Saturday, September 12, 2009


By day 5 of our laughter tour through Chile, we were really feeling acclimated and having a great time. It was an immensely full day as you can see by the amount of pictures I’ve posted.

We awoke to the beautiful ocean view from our rooms at Antulafken.

Here is the wonderful tree house next to the main lodge of the resort.

Here I am with the Antulafken sign on the other side of the highway.

The morning light was beautiful so William and I decided to take a walk along the beach.

We found this squid that had been washed up.

This is the main lodge of the resort.

This is the hotel building of Antulafken where we were staying.

Afterwards, we joined Tosha and Alejandra for breakfast. Then, we headed north to Lota for the mining tour. This is a view of the rural landscape along the way.

On the way, we were stopped by firefighters who were asking for donations. They carried big banks that looked like fire hydrants and so we put a donation into one of them.

We arrived in Lota. Here are some scenes from the town.

We got to the coal mine just in time for the next tour. The mine was founded in the 1800s and ran until 1997. Now, former miners give tours of the mine. We got to wear hard hats with lights and go deep down into the mine.

Before the tour got started, however, William caused a stir. One woman wanted to have her picture taken with him, then another, then another. Pretty soon whole families were lining up with him to have their photos taken with him even if they didn’t have a camera! Finally the tour leader got disgusted and had to break it up so he could begin the tour.

Here we are all ready to go down into the mine with our fashionable hard hats

The book “Sub Terra” was written about the Lota mine. Then a film was made of it and it was filmed on location here at the mine. They sent us down on the elevators used only by the administrators. They seemed like rustic devices that were hardly safe. They took us down 15 stories into the belly of the mine. There, it was humid but surprisingly not cold.

We got to walk through the smallest portion of the mine to get a sense of the conditions in which the miners worked। It was only about 3 1/3 feet high. They had to work most of the time in absolute darkness with very primitive tools. Their shifts would last 14 hours or more and it took them 2 hours to walk down into the mine and another 2 to get back out. They would even bring their children down into the front part of the mine and make them wait 12 hours in darkness for them. This was to help them adjust to mining life early on so they could do this work when they were old enough—usually about 8 years old. It was a powerful experience.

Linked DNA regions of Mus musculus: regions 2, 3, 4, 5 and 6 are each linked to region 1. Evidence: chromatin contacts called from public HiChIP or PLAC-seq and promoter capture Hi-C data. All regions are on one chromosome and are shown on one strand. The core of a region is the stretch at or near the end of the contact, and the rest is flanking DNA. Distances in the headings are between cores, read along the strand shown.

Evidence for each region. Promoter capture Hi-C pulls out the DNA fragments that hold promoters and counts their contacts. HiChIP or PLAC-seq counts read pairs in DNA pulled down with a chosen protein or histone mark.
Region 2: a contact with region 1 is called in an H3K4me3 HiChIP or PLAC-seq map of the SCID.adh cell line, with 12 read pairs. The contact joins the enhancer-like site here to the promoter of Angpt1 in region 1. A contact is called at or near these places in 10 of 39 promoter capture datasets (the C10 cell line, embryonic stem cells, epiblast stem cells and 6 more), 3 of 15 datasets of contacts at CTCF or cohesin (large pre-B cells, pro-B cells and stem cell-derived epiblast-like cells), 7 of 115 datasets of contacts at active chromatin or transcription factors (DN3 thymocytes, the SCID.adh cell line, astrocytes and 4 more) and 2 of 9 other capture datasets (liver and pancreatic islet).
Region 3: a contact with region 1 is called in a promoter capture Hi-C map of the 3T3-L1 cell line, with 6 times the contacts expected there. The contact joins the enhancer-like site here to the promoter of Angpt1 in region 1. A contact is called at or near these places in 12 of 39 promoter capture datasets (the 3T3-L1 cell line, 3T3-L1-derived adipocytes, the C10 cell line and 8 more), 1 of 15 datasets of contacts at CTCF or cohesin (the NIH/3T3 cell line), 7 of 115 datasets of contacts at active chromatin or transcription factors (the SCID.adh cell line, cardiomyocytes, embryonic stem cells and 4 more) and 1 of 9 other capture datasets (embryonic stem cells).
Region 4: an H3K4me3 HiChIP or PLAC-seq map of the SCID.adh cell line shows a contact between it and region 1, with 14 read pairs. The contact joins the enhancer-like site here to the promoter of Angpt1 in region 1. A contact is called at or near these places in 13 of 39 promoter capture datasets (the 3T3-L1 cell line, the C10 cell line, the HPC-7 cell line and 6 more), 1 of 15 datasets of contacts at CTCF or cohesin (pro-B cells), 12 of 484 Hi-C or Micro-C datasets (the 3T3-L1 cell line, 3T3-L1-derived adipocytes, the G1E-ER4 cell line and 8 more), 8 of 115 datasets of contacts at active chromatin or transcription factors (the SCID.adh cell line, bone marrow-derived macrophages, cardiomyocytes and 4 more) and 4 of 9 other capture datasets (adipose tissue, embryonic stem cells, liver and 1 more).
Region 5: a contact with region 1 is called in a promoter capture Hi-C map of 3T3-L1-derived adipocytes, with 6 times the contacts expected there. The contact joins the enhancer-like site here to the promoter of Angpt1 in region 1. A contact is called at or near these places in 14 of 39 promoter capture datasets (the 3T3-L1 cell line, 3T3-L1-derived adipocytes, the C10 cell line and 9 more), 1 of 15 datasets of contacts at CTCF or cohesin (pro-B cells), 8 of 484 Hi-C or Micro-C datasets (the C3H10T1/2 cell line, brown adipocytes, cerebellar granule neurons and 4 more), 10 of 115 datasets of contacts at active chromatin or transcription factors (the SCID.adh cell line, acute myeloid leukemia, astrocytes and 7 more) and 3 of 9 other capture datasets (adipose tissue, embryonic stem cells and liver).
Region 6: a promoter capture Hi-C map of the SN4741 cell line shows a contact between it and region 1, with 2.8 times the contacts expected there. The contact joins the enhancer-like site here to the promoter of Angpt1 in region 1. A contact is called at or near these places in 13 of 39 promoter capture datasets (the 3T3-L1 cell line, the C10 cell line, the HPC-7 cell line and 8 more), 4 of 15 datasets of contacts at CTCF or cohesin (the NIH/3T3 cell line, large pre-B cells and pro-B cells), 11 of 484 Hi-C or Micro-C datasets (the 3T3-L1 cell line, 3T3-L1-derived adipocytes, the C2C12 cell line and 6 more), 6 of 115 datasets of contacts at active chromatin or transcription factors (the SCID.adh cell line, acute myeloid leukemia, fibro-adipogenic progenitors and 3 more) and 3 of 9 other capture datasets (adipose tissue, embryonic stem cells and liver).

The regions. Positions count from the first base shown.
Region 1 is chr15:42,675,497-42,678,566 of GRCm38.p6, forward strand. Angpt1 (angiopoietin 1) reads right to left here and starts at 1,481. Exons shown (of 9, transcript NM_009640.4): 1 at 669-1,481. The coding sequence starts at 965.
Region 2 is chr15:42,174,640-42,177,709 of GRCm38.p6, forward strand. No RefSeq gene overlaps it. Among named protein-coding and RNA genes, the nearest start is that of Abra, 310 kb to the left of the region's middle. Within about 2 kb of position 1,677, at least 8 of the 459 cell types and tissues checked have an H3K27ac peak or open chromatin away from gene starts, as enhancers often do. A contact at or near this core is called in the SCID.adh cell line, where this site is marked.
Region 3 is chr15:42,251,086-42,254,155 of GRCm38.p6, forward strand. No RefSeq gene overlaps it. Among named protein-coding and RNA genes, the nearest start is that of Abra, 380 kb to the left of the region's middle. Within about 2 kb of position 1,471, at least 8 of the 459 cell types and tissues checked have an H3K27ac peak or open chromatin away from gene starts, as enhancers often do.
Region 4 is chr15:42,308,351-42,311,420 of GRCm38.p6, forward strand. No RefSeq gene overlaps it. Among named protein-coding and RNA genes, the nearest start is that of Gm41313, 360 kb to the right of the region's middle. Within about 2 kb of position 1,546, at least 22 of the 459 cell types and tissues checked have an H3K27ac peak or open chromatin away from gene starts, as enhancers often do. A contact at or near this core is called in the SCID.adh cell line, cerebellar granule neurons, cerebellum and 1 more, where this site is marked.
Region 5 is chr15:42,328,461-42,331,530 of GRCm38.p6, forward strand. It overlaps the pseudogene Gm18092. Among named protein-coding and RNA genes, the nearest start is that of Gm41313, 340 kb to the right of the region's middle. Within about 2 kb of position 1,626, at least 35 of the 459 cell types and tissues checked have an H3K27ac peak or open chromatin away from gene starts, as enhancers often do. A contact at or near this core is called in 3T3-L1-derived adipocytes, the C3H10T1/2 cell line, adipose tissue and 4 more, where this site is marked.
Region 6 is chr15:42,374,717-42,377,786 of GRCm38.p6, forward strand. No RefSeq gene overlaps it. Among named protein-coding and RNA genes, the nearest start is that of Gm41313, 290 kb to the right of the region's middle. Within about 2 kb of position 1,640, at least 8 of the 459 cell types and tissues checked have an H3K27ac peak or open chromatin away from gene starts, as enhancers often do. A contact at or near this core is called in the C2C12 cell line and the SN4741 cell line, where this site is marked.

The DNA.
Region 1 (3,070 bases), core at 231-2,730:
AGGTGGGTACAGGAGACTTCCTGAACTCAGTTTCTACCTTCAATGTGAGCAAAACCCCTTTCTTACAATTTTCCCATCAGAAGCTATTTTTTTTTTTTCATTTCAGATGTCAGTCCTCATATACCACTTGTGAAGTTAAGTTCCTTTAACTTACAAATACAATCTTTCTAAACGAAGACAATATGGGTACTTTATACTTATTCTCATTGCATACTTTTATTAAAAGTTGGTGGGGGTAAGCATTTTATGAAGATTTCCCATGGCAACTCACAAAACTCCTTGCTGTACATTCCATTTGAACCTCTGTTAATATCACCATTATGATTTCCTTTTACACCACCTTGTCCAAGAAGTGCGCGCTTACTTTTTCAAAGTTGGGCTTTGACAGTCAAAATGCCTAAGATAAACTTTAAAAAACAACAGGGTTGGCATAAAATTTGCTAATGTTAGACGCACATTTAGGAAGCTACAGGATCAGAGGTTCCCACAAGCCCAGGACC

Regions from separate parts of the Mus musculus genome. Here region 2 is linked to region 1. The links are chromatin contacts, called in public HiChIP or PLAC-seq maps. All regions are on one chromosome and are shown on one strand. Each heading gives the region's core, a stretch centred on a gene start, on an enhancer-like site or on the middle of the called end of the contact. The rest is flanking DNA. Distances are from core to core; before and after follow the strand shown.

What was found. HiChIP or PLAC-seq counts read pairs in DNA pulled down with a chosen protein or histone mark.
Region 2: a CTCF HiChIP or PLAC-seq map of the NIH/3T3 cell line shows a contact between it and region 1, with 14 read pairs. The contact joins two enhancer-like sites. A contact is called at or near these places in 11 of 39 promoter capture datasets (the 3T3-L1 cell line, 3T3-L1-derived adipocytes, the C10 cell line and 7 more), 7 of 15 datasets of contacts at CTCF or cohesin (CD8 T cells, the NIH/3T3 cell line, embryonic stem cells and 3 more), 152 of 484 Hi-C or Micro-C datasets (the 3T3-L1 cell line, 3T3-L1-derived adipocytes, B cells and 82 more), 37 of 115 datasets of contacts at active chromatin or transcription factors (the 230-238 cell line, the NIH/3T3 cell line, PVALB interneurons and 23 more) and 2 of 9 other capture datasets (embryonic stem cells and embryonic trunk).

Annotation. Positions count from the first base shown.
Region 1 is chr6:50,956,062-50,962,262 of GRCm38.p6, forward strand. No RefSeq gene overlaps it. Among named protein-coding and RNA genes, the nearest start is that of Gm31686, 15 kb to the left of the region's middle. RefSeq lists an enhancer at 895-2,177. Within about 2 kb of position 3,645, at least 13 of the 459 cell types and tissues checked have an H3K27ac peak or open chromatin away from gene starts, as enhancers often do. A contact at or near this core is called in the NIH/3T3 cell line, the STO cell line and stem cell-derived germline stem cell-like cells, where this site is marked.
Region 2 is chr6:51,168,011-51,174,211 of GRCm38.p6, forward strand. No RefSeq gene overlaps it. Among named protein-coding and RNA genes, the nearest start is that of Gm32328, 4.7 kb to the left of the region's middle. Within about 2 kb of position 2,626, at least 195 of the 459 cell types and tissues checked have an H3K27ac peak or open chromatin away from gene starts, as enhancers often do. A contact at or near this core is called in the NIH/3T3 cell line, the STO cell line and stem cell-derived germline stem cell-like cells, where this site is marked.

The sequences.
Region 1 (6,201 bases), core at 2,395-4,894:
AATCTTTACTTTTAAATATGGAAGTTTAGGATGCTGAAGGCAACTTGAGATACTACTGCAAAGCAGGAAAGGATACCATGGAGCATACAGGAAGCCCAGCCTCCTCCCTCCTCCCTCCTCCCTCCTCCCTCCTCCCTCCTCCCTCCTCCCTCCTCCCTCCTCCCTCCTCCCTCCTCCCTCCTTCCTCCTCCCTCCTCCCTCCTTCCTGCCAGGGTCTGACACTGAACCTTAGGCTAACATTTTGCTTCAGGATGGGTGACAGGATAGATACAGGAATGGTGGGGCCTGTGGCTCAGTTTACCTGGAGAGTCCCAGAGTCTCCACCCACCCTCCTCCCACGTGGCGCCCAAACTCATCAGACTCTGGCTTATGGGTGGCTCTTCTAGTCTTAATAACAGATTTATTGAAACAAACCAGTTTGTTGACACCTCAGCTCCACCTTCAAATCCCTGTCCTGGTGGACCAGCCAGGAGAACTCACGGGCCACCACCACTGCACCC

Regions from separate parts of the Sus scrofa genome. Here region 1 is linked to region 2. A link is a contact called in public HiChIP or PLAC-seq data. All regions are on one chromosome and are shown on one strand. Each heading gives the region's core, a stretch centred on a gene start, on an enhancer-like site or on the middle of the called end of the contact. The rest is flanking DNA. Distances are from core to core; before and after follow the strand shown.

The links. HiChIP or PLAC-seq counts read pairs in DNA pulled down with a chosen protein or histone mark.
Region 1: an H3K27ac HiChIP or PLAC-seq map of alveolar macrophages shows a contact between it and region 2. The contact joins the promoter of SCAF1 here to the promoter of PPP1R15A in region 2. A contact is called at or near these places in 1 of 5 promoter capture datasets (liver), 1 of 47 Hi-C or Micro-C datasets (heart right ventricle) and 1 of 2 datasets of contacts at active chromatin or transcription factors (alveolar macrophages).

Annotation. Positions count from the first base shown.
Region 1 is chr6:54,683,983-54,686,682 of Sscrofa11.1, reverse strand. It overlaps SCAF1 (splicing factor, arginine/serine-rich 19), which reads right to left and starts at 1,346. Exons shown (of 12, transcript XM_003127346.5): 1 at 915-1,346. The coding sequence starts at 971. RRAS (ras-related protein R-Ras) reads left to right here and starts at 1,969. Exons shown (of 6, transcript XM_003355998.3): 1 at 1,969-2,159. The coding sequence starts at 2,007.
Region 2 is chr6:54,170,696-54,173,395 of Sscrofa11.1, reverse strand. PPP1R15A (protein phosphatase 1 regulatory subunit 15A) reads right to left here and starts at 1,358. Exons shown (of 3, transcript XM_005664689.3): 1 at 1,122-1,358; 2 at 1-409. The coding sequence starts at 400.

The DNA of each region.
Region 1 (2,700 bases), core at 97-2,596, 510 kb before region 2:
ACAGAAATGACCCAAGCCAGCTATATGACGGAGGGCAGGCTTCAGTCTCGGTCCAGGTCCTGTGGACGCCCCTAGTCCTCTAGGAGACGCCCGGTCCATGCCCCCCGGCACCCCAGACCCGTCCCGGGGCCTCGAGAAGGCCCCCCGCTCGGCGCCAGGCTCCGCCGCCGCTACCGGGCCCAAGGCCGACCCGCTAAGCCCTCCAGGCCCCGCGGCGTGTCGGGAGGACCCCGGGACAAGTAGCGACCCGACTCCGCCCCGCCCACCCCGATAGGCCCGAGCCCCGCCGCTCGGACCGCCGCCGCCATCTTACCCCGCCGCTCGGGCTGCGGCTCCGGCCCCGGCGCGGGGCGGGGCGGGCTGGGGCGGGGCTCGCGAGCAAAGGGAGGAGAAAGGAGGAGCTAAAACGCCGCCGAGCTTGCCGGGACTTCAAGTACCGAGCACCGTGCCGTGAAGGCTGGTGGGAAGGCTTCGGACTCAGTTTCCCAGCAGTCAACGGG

This is the steep climb back out of the mine. The rails are where they brought the coal up.

Tosha is so special she got extra help getting up all those steps.

Here we are getting directions out of the mine from one of the former miners.

Just a stop to get water and do some laughter stunts.

We drove around Lota a bit more before heading back to our resort for lunch. Here are some street scenes. The houses are all packed on top of each other on the hills of the town. We’d never seen anything quite like it before. They were built originally for the miners. Now without the mine in operations, it is a rather depressed town.

Here is an example of the trees in this area. Because it is springtime, they have just been trimmed and they look like fingers sticking up.

I was excited to see this clown on the street. Too bad we couldn’t get him to come to our laughter yoga session!

On the way back, we found this bull posing by his sign. Am I going to win awards for this photo or what?

Here we are at lunch enjoying our first taste of Chilean beer.

Then we headed out for a 3 and a half hour hike with Andres, the resort owner, as our guide.
William and I are all ready for the big hike! Woo hoo!

Tosha decided not to go so here she is bidding us farewell.

But before we went, there was just enough time to practice a little laughter yoga so we did lion laugh!

We began our hike at the beach and did a bit of beach combing.

We headed straight up the mountain and hiked the ridge.

We got to some amazing overlooks with steep drop-offs.

Alejandra makes a good Mapuche Indian, no?

This is Chilean bamboo.

I LOVE Chile!

By the end of the hike, the sun began setting, which made for spectacular views। However, the sun dropped quickly and Andres hurried us along so we could get back before the light had vanished entirely. We had no flashlights and we ended up going straight down the mountain in the dusk. Click on these beautiful photos if you want to see enlargements.

At last we made it down safely

And we found that all this while later Tosha was still sleeping!

Tired as we were, we had just enough energy for a laughter yoga session. Andres had invited his business partner, Roderigo and his wife to join us for the event. We also invited the couple who had been on the hike with us. However, we had such a boisterously good time that our group doubled in size as other guests heard our joyful sounds and joined in. We thought it was wonderful how it proved that laughter yoga is irresistible. It attracts people like a magnet.

Afterwards, one of those who joined in told us that the experience was a “gift from the universe” and was so grateful to have happened into our session. She felt so uplifted.

Roderigo said he was surprised at how good it felt to laugh in this way. He said he knew it would be great but was still shocked at just how great it was.

Finally, we could head to bed after a long and wonderful day of laughing and touring Chile.

1 comment:

Walk the Walk said...

I love the photos thank-you. I feel I'm with you in Spirit.
hugs and kisses